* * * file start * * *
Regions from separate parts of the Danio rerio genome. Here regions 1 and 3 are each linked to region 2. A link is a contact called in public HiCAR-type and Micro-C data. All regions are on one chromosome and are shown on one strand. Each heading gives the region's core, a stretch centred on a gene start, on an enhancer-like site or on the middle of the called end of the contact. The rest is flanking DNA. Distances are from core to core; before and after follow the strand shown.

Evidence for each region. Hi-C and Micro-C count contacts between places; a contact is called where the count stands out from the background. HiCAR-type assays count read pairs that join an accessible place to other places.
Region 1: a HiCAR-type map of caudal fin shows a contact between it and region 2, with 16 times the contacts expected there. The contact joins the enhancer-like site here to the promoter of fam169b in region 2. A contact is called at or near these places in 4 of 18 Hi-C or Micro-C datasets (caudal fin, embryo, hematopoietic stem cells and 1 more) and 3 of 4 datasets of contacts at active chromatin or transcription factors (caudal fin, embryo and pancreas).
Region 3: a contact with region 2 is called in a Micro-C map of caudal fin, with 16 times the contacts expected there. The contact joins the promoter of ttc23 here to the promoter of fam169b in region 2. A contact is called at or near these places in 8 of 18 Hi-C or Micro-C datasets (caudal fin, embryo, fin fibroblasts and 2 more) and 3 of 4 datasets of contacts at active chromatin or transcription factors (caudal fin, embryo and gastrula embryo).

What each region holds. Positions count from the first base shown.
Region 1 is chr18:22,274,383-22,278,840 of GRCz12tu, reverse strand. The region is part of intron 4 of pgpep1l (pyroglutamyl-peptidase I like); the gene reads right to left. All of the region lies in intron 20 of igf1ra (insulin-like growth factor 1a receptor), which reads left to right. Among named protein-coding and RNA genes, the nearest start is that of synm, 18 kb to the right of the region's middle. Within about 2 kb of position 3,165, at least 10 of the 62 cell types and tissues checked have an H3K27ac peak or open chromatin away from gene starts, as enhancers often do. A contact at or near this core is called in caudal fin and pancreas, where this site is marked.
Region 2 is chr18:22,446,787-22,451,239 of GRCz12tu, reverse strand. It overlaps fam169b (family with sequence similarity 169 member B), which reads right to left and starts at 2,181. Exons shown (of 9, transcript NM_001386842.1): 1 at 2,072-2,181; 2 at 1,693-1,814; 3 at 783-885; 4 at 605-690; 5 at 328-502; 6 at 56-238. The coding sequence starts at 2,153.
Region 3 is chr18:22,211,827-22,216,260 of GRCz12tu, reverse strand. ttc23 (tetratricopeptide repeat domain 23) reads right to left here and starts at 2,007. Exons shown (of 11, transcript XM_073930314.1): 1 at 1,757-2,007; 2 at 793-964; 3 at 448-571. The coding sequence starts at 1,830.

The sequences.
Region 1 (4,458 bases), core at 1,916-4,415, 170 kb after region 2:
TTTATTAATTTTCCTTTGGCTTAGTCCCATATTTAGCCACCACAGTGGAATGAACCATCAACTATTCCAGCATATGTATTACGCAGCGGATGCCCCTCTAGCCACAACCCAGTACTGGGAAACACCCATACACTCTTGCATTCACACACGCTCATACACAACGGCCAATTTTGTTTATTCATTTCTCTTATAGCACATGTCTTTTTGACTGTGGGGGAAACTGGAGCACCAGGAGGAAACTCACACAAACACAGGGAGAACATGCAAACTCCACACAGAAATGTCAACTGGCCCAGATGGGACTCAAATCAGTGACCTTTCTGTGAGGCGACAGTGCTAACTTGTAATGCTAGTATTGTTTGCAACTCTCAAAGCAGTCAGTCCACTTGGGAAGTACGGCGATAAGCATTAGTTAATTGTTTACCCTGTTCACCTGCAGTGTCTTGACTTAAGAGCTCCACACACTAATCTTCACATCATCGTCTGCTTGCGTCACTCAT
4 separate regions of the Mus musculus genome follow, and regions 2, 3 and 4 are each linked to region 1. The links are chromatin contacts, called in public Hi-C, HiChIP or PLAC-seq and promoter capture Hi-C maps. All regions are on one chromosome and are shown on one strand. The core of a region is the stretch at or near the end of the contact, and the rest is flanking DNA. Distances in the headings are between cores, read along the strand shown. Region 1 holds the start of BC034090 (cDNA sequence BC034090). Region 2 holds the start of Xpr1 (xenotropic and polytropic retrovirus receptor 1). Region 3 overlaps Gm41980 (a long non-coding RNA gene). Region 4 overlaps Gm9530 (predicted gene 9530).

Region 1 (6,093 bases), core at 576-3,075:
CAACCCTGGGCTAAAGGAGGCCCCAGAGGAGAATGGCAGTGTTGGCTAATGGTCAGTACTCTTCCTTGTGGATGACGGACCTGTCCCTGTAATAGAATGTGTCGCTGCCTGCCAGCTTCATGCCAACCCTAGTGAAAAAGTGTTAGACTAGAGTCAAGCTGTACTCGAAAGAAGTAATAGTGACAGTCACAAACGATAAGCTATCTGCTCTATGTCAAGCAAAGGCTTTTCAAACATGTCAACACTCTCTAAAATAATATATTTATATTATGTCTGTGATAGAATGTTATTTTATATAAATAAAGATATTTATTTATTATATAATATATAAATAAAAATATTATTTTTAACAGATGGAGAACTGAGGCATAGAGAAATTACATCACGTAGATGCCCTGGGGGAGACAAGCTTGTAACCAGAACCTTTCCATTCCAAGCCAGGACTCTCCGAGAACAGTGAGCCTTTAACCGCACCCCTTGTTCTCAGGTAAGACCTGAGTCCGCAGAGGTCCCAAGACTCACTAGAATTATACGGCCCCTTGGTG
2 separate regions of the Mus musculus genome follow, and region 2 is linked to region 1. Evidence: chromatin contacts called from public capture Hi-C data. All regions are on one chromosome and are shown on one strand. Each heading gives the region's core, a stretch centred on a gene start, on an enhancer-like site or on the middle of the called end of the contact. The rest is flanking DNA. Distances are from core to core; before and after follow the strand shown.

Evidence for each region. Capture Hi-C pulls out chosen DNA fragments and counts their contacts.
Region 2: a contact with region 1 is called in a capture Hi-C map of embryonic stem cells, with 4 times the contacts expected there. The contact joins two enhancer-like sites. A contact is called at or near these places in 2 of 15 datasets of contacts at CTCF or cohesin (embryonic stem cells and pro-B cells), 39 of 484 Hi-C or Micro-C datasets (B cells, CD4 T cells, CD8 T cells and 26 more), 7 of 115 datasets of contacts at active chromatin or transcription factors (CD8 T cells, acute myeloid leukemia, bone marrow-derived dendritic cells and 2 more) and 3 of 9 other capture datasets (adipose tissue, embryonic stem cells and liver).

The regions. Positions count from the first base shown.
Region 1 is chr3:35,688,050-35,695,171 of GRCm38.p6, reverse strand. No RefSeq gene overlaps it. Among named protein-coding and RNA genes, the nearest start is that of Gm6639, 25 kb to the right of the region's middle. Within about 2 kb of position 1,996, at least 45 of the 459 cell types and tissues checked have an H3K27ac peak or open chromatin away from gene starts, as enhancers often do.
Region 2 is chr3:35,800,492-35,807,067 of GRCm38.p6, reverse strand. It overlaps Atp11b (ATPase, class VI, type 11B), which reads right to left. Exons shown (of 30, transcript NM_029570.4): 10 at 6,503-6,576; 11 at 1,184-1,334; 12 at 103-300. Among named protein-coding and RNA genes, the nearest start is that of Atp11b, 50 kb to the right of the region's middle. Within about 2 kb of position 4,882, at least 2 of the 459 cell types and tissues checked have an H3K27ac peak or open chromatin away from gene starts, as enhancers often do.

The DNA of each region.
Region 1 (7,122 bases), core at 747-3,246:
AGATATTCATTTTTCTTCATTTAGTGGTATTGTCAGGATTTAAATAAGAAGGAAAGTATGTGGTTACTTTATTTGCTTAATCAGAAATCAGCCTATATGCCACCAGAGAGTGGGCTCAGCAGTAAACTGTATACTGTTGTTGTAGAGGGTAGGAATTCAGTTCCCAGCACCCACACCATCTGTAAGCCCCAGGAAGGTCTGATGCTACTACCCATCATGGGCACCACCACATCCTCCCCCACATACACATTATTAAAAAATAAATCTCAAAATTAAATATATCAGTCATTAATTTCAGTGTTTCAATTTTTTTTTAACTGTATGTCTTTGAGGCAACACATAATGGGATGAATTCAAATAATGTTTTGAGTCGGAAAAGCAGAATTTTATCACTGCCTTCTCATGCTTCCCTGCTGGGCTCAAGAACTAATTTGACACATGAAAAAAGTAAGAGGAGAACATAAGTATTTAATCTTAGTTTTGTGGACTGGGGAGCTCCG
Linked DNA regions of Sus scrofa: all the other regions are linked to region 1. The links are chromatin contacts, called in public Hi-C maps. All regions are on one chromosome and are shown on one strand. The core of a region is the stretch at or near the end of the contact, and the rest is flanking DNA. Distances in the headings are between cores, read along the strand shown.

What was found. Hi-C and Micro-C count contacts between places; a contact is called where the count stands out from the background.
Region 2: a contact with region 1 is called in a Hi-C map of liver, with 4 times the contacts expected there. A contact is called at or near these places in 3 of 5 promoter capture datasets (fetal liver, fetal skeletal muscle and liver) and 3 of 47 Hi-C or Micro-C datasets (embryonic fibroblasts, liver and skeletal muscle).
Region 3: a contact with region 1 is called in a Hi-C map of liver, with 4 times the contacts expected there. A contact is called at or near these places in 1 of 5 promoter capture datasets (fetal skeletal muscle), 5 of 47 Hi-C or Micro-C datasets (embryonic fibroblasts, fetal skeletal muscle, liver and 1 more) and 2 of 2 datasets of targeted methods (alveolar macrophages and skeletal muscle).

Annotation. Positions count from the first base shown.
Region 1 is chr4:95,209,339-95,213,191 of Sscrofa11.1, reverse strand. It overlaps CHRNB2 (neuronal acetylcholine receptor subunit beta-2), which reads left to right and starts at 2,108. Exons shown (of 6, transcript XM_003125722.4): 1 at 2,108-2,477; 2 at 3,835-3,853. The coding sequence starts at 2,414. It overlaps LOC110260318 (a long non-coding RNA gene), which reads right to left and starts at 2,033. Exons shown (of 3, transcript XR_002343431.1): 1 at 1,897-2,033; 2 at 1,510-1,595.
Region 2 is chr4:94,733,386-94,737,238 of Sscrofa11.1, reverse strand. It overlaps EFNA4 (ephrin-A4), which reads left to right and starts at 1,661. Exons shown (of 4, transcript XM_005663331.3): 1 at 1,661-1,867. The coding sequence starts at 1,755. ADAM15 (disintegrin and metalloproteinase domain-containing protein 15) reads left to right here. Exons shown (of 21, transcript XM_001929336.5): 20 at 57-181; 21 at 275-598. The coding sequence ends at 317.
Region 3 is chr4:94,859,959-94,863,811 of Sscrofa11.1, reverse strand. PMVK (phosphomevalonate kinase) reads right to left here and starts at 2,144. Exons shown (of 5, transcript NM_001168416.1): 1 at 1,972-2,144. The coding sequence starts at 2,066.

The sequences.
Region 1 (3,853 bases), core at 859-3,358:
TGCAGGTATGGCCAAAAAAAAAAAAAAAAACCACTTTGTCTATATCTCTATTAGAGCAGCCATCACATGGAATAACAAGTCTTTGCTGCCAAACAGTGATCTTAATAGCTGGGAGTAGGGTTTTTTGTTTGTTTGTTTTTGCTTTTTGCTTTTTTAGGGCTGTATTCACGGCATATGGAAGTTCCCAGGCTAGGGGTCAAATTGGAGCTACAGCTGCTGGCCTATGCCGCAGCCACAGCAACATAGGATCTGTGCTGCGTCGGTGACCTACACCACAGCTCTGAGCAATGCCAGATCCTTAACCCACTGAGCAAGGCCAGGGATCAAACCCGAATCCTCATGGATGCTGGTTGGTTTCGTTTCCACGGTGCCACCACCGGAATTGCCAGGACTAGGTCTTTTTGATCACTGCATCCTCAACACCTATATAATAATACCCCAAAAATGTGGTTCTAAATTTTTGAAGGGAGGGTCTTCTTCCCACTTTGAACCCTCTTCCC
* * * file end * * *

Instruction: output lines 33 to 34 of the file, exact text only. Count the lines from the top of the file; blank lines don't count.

Region 1 (3,853 bases), core at 859-3,358:
TGCAGGTATGGCCAAAAAAAAAAAAAAAAACCACTTTGTCTATATCTCTATTAGAGCAGCCATCACATGGAATAACAAGTCTTTGCTGCCAAACAGTGATCTTAATAGCTGGGAGTAGGGTTTTTTGTTTGTTTGTTTTTGCTTTTTGCTTTTTTAGGGCTGTATTCACGGCATATGGAAGTTCCCAGGCTAGGGGTCAAATTGGAGCTACAGCTGCTGGCCTATGCCGCAGCCACAGCAACATAGGATCTGTGCTGCGTCGGTGACCTACACCACAGCTCTGAGCAATGCCAGATCCTTAACCCACTGAGCAAGGCCAGGGATCAAACCCGAATCCTCATGGATGCTGGTTGGTTTCGTTTCCACGGTGCCACCACCGGAATTGCCAGGACTAGGTCTTTTTGATCACTGCATCCTCAACACCTATATAATAATACCCCAAAAATGTGGTTCTAAATTTTTGAAGGGAGGGTCTTCTTCCCACTTTGAACCCTCTTCCC